Trump To Address Values Voter Summit For First Time As President : NPR

Then-GOP presidential candidate Donald Trump holds up his Bible, given to him by his mother, as he spoke during the Values Voter Summit in 2015.

Jose Luis Magana/AP


hide caption

toggle caption

Jose Luis Magana/AP

Then-GOP presidential candidate Donald Trump holds up his Bible, given to him by his mother, as he spoke during the Values Voter Summit in 2015.

Jose Luis Magana/AP

President Trump will become the first sitting president to address the annual Values Voter Summit in Washington on Friday, as he solidifies his ties to the GOP’s evangelical wing that helped put him in the Oval Office.

This will be the third time Trump addresses the conservative gathering, after previously speaking at the event in 2015 as a candidate and then in 2016 as the Republican presidential nominee. Both of those appearances came amid plenty of questions as to whether the thrice-married billionaire and former casino owner could appeal to religious conservatives.


White House via
YouTube

“A lot of people said: ‘I wonder if Donald will get the evangelicals,'” Trump told the conference last year. “I got the evangelicals. I’m going to make it up to you, too. You watch. There are no more decent, devoted or selfless people than our Christian brothers and sisters here in the United States.”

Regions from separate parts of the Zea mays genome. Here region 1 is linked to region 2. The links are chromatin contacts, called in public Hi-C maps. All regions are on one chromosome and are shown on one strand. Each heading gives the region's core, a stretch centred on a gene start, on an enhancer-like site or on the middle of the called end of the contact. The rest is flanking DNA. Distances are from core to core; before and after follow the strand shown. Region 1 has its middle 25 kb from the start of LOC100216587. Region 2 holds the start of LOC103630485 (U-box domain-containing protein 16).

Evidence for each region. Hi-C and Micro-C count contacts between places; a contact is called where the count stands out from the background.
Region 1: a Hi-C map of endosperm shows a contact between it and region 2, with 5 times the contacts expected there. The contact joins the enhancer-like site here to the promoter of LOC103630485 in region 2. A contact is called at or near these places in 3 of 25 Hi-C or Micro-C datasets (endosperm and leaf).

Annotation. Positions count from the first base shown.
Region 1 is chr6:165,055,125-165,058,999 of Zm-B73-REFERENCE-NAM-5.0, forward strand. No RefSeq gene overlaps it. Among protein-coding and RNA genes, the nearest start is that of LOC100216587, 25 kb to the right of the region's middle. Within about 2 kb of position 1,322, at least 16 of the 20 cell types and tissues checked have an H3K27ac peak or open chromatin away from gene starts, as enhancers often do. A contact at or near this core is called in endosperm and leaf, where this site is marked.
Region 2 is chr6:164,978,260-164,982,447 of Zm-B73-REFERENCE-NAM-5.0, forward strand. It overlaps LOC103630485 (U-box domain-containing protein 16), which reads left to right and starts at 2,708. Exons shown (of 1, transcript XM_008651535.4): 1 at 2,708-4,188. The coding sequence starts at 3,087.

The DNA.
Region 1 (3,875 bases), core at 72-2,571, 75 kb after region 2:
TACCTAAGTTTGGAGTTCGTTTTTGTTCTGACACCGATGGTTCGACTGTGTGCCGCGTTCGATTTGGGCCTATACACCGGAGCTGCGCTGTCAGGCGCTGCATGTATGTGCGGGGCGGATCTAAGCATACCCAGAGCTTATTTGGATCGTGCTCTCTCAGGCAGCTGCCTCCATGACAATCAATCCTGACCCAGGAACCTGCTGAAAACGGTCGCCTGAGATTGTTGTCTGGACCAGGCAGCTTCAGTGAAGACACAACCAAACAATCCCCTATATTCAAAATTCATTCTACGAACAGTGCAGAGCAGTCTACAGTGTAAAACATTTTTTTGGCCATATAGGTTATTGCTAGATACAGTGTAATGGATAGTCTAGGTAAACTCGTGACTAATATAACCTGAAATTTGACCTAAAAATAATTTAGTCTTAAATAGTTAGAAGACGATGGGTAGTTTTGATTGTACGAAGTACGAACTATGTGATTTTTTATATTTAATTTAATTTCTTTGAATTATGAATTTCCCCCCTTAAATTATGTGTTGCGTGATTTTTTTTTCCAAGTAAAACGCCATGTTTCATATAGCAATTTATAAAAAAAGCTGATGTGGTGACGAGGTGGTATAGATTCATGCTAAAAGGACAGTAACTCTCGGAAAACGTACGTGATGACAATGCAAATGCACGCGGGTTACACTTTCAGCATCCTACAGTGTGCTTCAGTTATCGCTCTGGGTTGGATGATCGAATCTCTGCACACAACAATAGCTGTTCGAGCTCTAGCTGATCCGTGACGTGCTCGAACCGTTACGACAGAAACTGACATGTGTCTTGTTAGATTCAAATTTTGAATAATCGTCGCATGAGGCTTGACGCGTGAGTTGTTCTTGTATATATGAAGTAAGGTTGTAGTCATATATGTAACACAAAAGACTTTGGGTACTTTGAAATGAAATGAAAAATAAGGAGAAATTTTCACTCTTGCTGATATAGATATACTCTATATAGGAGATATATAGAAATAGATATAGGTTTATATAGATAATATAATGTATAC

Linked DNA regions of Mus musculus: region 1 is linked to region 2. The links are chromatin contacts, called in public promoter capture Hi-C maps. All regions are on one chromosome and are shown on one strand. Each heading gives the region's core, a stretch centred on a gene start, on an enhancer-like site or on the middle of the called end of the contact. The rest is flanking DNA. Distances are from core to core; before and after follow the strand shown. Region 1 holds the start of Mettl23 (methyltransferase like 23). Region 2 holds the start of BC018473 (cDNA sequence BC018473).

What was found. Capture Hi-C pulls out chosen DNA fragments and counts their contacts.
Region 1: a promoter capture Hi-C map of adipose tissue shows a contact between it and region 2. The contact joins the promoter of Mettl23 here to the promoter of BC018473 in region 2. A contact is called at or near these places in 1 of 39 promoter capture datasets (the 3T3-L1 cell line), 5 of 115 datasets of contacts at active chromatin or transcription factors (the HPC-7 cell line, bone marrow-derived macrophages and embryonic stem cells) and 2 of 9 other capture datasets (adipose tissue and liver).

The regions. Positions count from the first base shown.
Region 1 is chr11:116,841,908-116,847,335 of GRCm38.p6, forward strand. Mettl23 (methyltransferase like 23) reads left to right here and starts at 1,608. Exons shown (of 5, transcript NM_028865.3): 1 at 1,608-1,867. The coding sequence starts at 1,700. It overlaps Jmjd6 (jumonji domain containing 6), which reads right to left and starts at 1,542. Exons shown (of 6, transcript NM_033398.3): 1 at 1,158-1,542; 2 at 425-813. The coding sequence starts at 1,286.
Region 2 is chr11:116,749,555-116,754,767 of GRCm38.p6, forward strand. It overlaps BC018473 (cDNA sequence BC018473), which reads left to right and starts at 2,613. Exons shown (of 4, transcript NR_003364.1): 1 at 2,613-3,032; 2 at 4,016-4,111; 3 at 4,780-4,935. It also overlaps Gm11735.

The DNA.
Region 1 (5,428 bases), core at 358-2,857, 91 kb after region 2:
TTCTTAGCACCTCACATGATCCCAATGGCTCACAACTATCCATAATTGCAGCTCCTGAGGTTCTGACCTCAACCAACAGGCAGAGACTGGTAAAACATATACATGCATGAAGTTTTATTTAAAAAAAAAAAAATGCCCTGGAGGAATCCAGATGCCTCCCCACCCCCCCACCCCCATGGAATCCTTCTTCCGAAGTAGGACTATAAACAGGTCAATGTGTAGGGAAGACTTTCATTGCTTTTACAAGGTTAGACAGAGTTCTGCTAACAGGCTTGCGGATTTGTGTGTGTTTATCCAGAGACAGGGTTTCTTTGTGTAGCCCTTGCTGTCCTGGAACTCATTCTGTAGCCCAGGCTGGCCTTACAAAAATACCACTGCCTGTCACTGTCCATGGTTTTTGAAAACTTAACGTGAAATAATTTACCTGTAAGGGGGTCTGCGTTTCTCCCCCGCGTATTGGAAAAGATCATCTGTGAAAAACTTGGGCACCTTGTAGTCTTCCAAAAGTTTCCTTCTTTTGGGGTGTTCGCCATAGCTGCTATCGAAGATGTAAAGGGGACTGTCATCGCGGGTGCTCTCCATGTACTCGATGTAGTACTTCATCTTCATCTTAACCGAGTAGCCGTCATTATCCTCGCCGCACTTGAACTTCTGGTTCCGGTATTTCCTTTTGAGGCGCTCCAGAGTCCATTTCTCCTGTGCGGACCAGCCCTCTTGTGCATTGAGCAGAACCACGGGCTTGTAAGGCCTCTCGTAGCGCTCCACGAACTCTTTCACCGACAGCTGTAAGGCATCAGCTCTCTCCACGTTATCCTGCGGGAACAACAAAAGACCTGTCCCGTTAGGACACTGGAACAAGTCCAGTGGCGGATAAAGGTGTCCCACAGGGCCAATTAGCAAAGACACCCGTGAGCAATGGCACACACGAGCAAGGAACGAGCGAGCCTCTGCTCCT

And win them over he did — 80 percent of white evangelicals cast their vote for Trump last November, according to exit polls. That’s a higher percentage than supported President George W. Bush in 2004, Sen. John McCain in 2008 or former Massachusetts Gov. Mitt Romney in 2012.

Since taking office, Trump has made many of the voting bloc’s priorities a reality, from putting Neil Gorsuch on the Supreme Court, to issuing a religious liberty executive order, to weakening the Affordable Care Act’s contraception mandate.

“After eight years enduring the Obama administration’s hostility toward everything from religious liberty to the unborn, values voters were eager to see President Trump accelerate the undoing of Obama’s policies,” Family Research Council President Tony Perkins wrote on the conservative website Breitbart recently. FRC Action, the legislative affiliate of Perkins’ group, founded the annual event in 2006.

Other Trump administration figures are also slated to address the group on Friday, including White House counselor Kellyanne Conway and former White House aide Sebastian Gorka. Former Alabama Supreme Court Chief Justice Roy Moore, who recently won the GOP nomination for the state’s open Senate seat, will also speak later Friday.

Former White House chief strategist Steve Bannon, who recently left the Trump administration to return as chairman of Breitbart News, will also address the group Saturday morning. He’s expected to detail some of his plans for backing challengers who will take on establishment candidates and incumbents, like he did with Moore last month.

“Bannon is a man on a mission — with the 2016 election being his Act I, Bannon’s sights are set on the U.S. Senate as his Act II,” Perkins wrote in his op-ed in Breitbart. “If Republicans aren’t going to stand up for our values, drain the swamp, and keep their promises — then voters will.”

Source link